Against this background of direct instrumentalisation of memories about the 1970-90s transitions, we would like to shift the analytical lens to aspects of dialogism in practices of looking back at these periods and making sense of this time as formative for one’s individual and collective selves. How do diverging perspectives on this past interact, and what are the ‘sites’ of convergence within and between different memories? This focus on existing and emerging mnemonic convergence is underpinned not just by the necessity of overcoming polarisation that manifests itself in the ‘fractured’ or ‘pillarised’ regimes of remembering transitions in Eastern Europe (Bernhard and Kubik 2014). We propose to explore the contradictions and connections within the practices of remembering transitions – vernacular and mediated, local or transnational – as a ground for potential social and political solidarities.

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“Patriotic History” and the (Re)Nationalization of Memory: Global Perspectives

This panel takes a global perspective on ‘patriotic history’ and explores the (re)nationalization of memory in sample cases from different parts of the world. To do so, it brings together some of the contributors to the special issue of the Journal of Genocide Research on “Patriotic Histories and the (Re)Nationalization of Memory” to discuss these ongoing issues.
Kornelia Kończal and Dirk Moses (2021), the editors of the special issue, describe recent trends in public memory politics in relation to the (re-)emergence of such patriotic national narratives as follows: “The state-mandated or state-encouraged ‘patriotic’ histories that have recently emerged in so many places around the globe is a complex phenomenon. It can revolve around both affirmative interpretations of history and celebration of past achievements, and an explicitly denialist stance opposed to acknowledging responsibility for past atrocities, even to the extent of celebrating perpetrators. … Despite differences between the individual settings, there is little doubt that state-mandated or state-encouraged ‘patriotic’ history is more confrontational and combative than a ‘feel good history’ promoting positive sentiments for one’s country, and that it cannot be limited to the ‘illiberal memory’ accompanying the recent rise of right-wing populism as it cuts across the political spectrum and can be observed in both democratic and authoritarian surroundings. By combining nationalist and narcissist narratives and by disregarding or distorting historical evidence, ‘patriotic’ history promotes mythified, monumental, and moralistic interpretations of the past that posit partisan and authoritarian essentialisms and exceptionalisms.”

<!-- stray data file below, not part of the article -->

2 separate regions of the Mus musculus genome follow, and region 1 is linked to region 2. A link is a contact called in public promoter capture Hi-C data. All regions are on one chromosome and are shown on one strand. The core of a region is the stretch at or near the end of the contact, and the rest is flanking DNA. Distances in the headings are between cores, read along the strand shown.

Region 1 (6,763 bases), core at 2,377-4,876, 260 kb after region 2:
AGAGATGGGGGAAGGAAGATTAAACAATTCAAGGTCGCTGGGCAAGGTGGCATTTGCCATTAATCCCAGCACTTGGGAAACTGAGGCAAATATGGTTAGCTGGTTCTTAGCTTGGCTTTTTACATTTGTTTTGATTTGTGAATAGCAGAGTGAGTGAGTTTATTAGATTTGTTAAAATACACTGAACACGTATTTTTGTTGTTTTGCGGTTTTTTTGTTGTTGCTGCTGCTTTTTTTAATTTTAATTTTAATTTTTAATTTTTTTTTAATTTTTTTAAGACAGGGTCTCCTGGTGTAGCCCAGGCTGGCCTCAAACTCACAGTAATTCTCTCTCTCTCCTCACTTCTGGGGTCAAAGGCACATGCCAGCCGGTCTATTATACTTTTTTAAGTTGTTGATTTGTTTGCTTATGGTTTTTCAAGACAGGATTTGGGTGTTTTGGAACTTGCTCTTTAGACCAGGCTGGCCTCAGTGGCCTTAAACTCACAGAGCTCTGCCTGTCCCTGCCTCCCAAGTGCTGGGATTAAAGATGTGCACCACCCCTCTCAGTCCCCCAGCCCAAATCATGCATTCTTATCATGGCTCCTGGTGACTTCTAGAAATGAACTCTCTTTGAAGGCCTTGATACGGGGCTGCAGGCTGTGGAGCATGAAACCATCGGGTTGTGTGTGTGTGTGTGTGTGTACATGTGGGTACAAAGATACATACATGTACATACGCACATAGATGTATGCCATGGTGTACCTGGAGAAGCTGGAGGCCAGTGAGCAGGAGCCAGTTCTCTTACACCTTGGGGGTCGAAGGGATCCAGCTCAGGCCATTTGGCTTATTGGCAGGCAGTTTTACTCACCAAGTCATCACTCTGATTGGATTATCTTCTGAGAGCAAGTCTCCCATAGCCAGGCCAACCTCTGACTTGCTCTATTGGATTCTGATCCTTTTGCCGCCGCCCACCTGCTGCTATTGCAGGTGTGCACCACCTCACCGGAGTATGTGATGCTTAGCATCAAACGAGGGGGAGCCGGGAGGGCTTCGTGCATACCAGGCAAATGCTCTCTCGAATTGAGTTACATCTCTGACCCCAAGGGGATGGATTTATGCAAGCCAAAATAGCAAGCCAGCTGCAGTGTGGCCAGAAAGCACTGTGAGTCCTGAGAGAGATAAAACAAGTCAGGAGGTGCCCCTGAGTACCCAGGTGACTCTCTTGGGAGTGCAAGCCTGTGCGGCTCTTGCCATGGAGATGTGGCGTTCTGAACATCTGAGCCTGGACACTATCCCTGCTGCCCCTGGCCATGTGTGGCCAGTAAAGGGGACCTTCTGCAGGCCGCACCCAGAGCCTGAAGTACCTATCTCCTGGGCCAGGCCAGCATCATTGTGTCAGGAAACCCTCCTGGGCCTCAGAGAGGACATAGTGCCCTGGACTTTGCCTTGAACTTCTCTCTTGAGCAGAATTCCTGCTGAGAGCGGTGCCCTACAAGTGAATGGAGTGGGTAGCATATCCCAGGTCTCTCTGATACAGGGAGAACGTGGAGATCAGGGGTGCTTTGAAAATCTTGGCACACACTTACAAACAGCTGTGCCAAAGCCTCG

This panel will interrogate this disturbing trend by bringing together case studies from different countries.

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Workshop on Memory Studies in Southeast Asia: overview and emerging questions (2)

The workshop, in which memory studies scholars are warmly invited, presents some of the contributions to the upcoming handbook on Memory Studies in Southeast Asia (Brill, 2023). The handbook answers the call by scholars of memory studies to bring the broad discussion of this evolving field towards conceptual foundations. It will present a selection of works using concepts and methods drawn from memory studies as heuristic tools and not only memory as a mere synonym for “something related to the past” as is sometimes the case in publications on Southeast Asia. This handbook also intends to show how memory and Southeast Asian/Southeast Asian diaspora studies – two large multidisciplinary fields – can go beyond their respective limits and common paradigms when they engage in a thorough dialogue.

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July 12 – Session 3 – 15:00-17:00 CET

Conversations with Images